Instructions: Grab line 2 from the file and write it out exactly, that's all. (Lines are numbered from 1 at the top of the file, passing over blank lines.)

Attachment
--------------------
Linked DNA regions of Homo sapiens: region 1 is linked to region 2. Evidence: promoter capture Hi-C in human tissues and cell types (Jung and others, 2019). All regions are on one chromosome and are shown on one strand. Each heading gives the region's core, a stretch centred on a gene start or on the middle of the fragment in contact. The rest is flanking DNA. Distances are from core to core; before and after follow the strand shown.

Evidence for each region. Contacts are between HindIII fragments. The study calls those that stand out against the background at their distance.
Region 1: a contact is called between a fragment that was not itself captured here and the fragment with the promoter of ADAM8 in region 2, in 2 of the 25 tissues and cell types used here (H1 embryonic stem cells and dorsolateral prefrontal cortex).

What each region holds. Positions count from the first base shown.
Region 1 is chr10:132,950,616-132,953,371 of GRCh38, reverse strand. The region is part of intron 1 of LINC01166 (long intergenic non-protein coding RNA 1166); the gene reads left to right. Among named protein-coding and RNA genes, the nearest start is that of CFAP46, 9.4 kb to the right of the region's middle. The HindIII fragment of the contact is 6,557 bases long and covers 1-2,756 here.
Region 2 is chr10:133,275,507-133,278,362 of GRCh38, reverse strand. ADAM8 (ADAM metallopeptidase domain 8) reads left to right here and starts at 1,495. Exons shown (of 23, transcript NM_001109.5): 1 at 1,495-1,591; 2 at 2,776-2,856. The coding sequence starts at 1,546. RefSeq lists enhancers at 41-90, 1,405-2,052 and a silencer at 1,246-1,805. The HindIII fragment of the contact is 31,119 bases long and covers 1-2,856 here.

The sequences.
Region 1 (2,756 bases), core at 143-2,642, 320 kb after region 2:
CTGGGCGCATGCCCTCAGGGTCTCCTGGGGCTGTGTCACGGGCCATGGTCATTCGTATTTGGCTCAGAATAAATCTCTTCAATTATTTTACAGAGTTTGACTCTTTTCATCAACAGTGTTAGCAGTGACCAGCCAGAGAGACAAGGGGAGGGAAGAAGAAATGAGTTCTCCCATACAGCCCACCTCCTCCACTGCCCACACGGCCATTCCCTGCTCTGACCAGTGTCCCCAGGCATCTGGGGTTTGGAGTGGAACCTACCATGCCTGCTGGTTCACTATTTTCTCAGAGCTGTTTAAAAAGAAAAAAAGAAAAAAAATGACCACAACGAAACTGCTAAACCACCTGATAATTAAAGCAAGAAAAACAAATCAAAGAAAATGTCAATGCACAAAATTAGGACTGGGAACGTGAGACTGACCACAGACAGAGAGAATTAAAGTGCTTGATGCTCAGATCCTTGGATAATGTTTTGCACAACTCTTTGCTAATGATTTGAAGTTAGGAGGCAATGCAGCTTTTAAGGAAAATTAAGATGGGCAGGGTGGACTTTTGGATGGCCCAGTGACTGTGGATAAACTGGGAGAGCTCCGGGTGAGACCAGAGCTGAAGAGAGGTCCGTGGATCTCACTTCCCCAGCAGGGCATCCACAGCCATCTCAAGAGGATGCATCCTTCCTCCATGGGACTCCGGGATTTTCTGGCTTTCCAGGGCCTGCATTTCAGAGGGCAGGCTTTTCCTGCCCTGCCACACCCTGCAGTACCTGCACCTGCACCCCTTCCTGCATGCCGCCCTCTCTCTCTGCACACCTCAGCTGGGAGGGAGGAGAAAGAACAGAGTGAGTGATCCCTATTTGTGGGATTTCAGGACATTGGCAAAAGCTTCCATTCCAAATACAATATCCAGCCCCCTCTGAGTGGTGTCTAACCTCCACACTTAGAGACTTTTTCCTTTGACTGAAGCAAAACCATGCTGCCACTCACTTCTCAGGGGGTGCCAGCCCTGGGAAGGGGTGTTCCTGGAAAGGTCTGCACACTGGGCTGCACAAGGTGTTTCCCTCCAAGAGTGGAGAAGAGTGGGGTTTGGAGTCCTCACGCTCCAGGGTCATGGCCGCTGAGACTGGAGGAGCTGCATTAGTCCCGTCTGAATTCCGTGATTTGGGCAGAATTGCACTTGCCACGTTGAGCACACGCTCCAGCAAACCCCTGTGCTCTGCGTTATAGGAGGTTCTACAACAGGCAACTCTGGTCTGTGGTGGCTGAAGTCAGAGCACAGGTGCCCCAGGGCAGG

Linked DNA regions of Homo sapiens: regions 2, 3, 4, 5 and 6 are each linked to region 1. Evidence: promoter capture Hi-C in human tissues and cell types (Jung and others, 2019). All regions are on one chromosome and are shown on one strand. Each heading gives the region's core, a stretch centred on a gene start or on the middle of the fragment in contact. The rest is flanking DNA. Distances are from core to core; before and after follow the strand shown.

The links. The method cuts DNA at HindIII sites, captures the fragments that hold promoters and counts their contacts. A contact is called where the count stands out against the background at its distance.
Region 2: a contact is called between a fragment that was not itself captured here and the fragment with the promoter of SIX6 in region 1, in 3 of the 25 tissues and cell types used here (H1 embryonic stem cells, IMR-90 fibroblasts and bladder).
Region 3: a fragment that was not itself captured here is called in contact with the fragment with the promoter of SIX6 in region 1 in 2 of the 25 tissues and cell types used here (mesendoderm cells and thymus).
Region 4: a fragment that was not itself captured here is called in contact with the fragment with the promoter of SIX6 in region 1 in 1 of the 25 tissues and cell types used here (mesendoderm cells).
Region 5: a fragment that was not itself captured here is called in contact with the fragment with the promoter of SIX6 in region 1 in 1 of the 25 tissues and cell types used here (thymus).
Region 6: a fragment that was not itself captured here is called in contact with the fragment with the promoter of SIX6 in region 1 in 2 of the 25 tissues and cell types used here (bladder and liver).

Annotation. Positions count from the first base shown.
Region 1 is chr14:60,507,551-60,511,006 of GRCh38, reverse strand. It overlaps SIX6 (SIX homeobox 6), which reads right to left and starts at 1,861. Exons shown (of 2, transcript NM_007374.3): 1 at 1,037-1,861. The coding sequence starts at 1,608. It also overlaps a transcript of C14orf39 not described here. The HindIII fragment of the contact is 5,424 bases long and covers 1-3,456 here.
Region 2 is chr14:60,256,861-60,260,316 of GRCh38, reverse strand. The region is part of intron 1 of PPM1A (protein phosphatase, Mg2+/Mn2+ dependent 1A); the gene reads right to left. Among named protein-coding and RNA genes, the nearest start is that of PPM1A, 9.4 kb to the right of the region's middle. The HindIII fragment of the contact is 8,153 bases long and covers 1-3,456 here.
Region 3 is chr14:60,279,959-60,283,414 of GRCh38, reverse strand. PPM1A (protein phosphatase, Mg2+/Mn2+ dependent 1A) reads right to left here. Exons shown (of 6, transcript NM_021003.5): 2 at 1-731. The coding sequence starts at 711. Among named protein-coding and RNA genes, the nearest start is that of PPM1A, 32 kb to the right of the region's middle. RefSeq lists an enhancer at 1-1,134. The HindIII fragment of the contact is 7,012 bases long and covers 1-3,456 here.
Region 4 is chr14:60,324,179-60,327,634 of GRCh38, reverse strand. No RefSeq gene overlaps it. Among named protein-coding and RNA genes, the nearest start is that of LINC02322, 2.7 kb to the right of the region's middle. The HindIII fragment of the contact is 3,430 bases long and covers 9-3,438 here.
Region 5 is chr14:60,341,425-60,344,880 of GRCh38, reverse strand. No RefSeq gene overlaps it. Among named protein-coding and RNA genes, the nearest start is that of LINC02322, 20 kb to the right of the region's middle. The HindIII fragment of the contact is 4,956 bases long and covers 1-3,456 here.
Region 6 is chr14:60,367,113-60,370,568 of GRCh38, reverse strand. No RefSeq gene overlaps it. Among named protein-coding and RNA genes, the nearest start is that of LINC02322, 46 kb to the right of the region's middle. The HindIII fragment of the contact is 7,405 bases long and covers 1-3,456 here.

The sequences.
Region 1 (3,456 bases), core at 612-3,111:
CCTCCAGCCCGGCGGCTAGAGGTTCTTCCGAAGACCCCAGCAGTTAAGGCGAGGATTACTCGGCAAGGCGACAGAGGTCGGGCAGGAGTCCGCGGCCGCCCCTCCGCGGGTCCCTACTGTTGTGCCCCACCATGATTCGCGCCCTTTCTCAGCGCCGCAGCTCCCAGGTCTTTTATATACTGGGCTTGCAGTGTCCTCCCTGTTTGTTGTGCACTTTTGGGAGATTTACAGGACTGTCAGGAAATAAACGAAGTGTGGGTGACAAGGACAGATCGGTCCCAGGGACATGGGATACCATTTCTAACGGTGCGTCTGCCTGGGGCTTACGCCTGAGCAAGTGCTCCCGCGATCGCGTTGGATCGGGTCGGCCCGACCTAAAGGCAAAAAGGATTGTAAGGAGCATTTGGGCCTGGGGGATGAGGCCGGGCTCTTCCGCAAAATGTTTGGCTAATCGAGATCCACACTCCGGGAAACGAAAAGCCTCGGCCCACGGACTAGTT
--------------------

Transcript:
Evidence for each region. Contacts are between HindIII fragments. The study calls those that stand out against the background at their distance.